Cells 2019, 8(7), 644; https://doi.org/10.3390/cells8070644 - 26 Jun 2019
Cited by 1
Abstract
The success rate of establishing human cancer cell lines is not satisfactory and the established cell lines often do not preserve the molecular and histological features of the original tissues. In this study, we developed a novel culture method which can support proliferation [...] Read more.
The success rate of establishing human cancer cell lines is not satisfactory and the established cell lines often do not preserve the molecular and histological features of the original tissues. In this study, we developed a novel culture method which can support proliferation of almost all primary epithelial ovarian cancer cells, as well as primary normal human oviductal epithelial cells. Cancer cells from fresh or frozen specimens were enriched by the anti-EpCAM antibody-conjugated magnetic beads, plated on Matrigel-coated plate and cultivated under the optimized culture conditions. Seventeen newly established ovarian cancer cell lines, which included all four major histotypes of ovarian cancer, were confirmed to express histotype-specific markers in vitro. Some of the cell lines from all the four histotypes, except mucinous type, generated tumors in immune-deficient mice and the xenograft tumor tissues recapitulated the corresponding original tissues faithfully. Furthermore, with poorly tumorigenic cell lines including mucinous type, we developed a novel xenograft model which could reconstruct the original tissue architecture through forced expression of a set of oncogenes followed by its silencing. With combination of the novel culture method and cell-derived xenograft system, virtually every epithelial ovarian cancer can be reconstituted in mice in a timely fashion. Full article
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Open AccessArticle
Development of Personalized Therapeutic Strategies by Targeting Actionable Vulnerabilities in Metastatic and Chemotherapy-Resistant Breast Cancer PDXs
Cells 2019, 8(6), 605; https://doi.org/10.3390/cells8060605 - 18 Jun 2019
Cited by 3
Abstract
Human breast cancer is characterized by a high degree of inter-patients heterogeneity in terms of histology, genomic alterations, gene expression patterns, and metastatic behavior, which deeply influences individual prognosis and treatment response. The main cause of mortality in breast cancer is the therapy-resistant [...] Read more.
Human breast cancer is characterized by a high degree of inter-patients heterogeneity in terms of histology, genomic alterations, gene expression patterns, and metastatic behavior, which deeply influences individual prognosis and treatment response. The main cause of mortality in breast cancer is the therapy-resistant metastatic disease, which sets the priority for novel treatment strategies for these patients. In the present study, we demonstrate that Patient Derived Xenografts (PDXs) that were obtained from metastatic and therapy-resistant breast cancer samples recapitulate the wide spectrum of the disease in terms of histologic subtypes and mutational profiles, as evaluated by whole exome sequencing. We have integrated genomic and transcriptomic data to identify oncogenic and actionable pathways in each PDX. By taking advantage of primary short-term in vitro cultures from PDX tumors, we showed their resistance to standard chemotherapy (Paclitaxel), as seen in the patients. Moreover, we selected targeting drugs and analyzed PDX sensitivity to single agents or to combination of targeted and standard therapy on the basis of PDX-specific genomic or transcriptomic alterations. Our data demonstrate that PDXs represent a suitable model to test new targeting drugs or drug combinations and to prioritize personalized therapeutic regimens for pre-clinal and clinical tests. Full article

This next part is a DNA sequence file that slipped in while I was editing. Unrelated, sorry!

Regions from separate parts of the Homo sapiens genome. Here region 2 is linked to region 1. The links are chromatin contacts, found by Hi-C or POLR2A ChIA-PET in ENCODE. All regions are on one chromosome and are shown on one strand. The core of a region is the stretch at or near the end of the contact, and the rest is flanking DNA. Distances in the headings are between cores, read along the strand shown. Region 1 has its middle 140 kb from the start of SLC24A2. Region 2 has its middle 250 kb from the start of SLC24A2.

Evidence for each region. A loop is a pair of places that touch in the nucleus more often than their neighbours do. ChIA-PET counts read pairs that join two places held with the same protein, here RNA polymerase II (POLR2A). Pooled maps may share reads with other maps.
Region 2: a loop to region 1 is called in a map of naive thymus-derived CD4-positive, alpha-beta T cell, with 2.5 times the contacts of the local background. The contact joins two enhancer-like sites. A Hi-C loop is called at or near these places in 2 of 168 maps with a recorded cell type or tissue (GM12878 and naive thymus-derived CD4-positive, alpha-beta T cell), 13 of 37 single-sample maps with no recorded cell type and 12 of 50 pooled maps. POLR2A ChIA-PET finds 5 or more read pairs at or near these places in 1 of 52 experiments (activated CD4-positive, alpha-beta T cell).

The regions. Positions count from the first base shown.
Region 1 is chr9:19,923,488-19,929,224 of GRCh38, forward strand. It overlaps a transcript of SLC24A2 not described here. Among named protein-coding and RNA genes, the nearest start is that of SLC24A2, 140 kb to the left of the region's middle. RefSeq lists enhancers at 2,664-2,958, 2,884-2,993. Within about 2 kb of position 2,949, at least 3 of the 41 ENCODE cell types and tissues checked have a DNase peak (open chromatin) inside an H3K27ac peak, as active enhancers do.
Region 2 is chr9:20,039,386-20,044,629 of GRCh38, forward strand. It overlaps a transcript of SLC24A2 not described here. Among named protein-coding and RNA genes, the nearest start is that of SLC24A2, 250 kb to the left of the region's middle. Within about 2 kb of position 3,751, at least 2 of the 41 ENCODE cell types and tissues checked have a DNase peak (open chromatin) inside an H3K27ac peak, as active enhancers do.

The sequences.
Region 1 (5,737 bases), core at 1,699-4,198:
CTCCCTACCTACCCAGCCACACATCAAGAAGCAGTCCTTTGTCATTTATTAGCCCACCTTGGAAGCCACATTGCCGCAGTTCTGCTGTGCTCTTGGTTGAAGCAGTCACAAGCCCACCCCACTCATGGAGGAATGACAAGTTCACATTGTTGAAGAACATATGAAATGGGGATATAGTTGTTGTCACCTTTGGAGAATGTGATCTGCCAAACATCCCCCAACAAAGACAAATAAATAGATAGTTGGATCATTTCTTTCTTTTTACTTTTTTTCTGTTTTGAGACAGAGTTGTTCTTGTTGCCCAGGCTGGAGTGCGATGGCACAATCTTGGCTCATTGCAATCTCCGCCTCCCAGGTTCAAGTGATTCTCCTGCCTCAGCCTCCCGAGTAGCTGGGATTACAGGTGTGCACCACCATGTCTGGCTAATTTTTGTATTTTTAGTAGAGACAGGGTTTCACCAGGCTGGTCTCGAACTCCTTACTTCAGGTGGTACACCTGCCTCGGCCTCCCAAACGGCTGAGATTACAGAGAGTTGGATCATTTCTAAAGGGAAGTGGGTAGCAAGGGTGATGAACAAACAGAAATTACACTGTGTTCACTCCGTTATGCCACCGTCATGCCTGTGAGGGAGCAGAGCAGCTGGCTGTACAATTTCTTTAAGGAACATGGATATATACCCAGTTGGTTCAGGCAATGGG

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Open AccessArticle
Establishment of Novel Gastric Cancer Patient-Derived Xenografts and Cell Lines: Pathological Comparison between Primary Tumor, Patient-Derived, and Cell-Line Derived Xenografts
Cells 2019, 8(6), 585; https://doi.org/10.3390/cells8060585 - 14 Jun 2019
Abstract
Patient-derived xenograft (PDX) models have been recognized as being more suitable for predicting therapeutic efficacy than cell-culture models. However, there are several limitations in applying PDX models in preclinical studies, including their availability—especially for cancers such as gastric cancer—that are not frequently encountered [...] Read more.
Patient-derived xenograft (PDX) models have been recognized as being more suitable for predicting therapeutic efficacy than cell-culture models. However, there are several limitations in applying PDX models in preclinical studies, including their availability—especially for cancers such as gastric cancer—that are not frequently encountered in Western countries. In addition, the differences in morphology between primary, PDX, and tumor cell line-derived xenograft (CDX) models have not been well established. In this study, we aimed to establish a series of gastric cancer PDXs and cell-lines from a relatively large number of gastric cancer patients. We also investigated the clinicopathological factors associated with the establishment of PDX and CDX models, and compared the histology between the primary tumor, PDX, and CDX that originated from the same patient. We engrafted 232 gastric cancer tissues into immune-deficient mice subcutaneously and successfully established 35 gastric cancer PDX models (15.1% success rate). Differentiated type adenocarcinomas (DAs, 19.4%) were more effectively established than poorly differentiated type adenocarcinomas (PDAs, 10.8%). For establishing CDXs, the success rate was less influenced by histological differentiation grade (DA vs. PDA, 12.1% vs. 9.8%). In addition, concordance of histological differentiation grade between primary tumors and PDXs was significant (p < 0.01), while concordance between primary tumors and CDXs was not. Among clinicopathological factors investigated, pathological nodal metastasis status (pN) was significantly associated with the success rate of PDX establishment. Although establishing cell lines from ascites fluid was more efficient (41.2%, 7/17) than resected tissues, it should be noted that all CDXs from ascites fluid had the PDA phenotype. In conclusion, we established 35 PDX and 32 CDX models from 249 gastric cancer patients; among them, 21 PDX/CDX models were established from the same patients. Our findings may provide helpful insights for establishing PDX and CDX models not only from gastric but from other cancer types, as well as select preclinical models for developing new therapeutics. Full article